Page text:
Hansabankas officially takes over LTB

  • 2001-06-14
  • Mark Taylor
VILNIUS - Soon after the closure of the deal for the acquisition of Lietuvos Taupomasis Bankas by Estonian Hansapank, LTB has elected a new management board. The board, elected on June 5, will be made up of Lithuanians with many new and not so new faces.

The newly elected chairman of the LTB board, Arunas Siksta, believes that the process of integrating the banks will be like building a house. "When you start to build a house, you know many things. You know how many family members will live in the house, how the house will look according to blueprints, etc. It's the same here," he said.

Asked about what kind of bank customers could expect to see, Siksta, who had been holding the same position for the past two years in Hansabankas, Lithuanian daughter bank of Hansapank, explained that the "new house" would be a house which understood the importance of customer service. "The customers at LTB are expecting changes in service quality," he explained. "At the same time they understand that service quality is a complex thing. However, I hope that LTB customers will see improvements within the next few months," remarked Siksta.

He went on to say that the first priority of the new board was to approve the merger plan for the two banks thoroughly and carefully so that both customers and employees would feel the benefit of the merger as soon as possible.

Dalius Kaveckas who now becomes deputy chairman of the LTB board is one of two board members to come over from the old LTB. He is confident that Hansapank will do a good job and will give a lot of attention to employees. "The new owner of LTB has already proven that the bank will not only be modernized, but that much focus will be given to employee advancement possibilities," exclaimed Kaveckas.

The restructuring of the merged banks is expected to last two years. Siksta stressed to The Baltic Times that restructuring didn't necessarily mean bank closures. "Increasing the qualifications of our employees along with IT solutions and putting all branches on line will help increase the efficiency of our branches," emphasized Siksta. "The number of branches in our network will not necessarily change but the number of branches will probably change in certain geographical areas," he explained. Hansapank has paid 150 million litas ($35 million) to the Lithuanian State Property Fund for a 90.73 percent stake in LTB.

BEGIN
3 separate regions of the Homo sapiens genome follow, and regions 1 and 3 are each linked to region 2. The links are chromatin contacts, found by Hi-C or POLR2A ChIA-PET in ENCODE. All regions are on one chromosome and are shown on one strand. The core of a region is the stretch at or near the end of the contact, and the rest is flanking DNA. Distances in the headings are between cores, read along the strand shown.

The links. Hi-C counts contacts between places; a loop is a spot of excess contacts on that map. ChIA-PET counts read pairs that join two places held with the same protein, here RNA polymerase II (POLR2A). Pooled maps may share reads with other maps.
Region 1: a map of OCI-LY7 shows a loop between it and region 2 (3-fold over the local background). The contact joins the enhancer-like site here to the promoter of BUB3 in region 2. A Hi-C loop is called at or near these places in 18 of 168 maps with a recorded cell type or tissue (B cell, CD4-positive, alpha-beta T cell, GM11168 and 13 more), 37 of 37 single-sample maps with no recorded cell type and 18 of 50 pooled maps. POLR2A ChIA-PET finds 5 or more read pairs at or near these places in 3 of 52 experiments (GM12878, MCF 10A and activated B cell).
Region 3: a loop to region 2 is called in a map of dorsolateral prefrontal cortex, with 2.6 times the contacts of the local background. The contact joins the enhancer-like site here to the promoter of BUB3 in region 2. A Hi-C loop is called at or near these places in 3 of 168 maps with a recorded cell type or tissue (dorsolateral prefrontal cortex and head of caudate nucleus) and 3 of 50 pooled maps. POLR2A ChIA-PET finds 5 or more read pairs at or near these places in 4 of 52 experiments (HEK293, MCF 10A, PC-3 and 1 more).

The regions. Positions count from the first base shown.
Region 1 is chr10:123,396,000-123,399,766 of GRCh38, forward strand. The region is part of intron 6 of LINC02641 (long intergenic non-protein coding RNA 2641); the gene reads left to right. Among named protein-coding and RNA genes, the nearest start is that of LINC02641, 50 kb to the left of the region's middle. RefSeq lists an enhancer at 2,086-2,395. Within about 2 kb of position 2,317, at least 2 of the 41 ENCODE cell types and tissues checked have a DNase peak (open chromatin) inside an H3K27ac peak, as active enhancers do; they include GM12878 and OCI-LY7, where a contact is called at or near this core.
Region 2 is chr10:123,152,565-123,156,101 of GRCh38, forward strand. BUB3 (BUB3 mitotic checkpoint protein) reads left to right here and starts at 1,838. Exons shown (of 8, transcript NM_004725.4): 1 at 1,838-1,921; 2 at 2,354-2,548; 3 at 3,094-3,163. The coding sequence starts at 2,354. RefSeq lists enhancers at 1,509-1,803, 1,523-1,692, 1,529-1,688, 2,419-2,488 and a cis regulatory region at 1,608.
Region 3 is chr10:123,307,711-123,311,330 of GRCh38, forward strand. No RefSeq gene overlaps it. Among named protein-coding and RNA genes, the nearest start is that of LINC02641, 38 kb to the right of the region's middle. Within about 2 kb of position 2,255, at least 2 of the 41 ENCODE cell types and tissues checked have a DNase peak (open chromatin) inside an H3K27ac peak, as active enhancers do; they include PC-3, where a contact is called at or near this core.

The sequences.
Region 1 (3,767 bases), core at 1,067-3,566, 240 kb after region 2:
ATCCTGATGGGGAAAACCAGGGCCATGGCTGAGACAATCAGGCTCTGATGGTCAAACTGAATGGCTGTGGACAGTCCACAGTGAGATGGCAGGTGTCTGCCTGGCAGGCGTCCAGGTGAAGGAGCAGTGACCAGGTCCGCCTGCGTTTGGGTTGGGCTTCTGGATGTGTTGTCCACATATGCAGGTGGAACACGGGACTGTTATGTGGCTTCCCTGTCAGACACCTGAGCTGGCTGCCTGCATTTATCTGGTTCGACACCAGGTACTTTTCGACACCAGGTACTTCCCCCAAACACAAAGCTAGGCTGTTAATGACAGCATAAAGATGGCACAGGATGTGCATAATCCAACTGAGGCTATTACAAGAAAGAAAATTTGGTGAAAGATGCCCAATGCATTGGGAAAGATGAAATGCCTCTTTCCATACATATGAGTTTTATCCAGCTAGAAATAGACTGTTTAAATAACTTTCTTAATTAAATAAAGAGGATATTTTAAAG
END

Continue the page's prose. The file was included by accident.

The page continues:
Both Hansapank and the property fund are pleased with the process. Rimantas Butkus, senior officer with the fund, believes that the deal was one of the best deals that the fund has seen. "It's a high quality deal. On a scale of one-ten, ten being highest, it would be a nine. We are very satisfied," he remarked.

Butkus told The Baltic Times that he thought this deal would be a significant example for future privatizations such as the upcoming privatization of the last state-owned bank in Lithuania, Lietuvos Zemes Ukio Bankas. The state property fund hopes to close a deal on that bank by next year.

The newly merged Hansabankas and LTB will be the biggest financial institution in Lithuania with over 1.5 million customers and 3,500 employees. The Hansabank Group, which owns Hansabankas and now LTB, is currently the leading financial institution in the Baltic states with over 2 million customers. The group plans to invest an additional 150 million litas into the merged Hansabankas-LTB bank over the next 18 months. The new name for the bank is expected to be Hansa-LTB.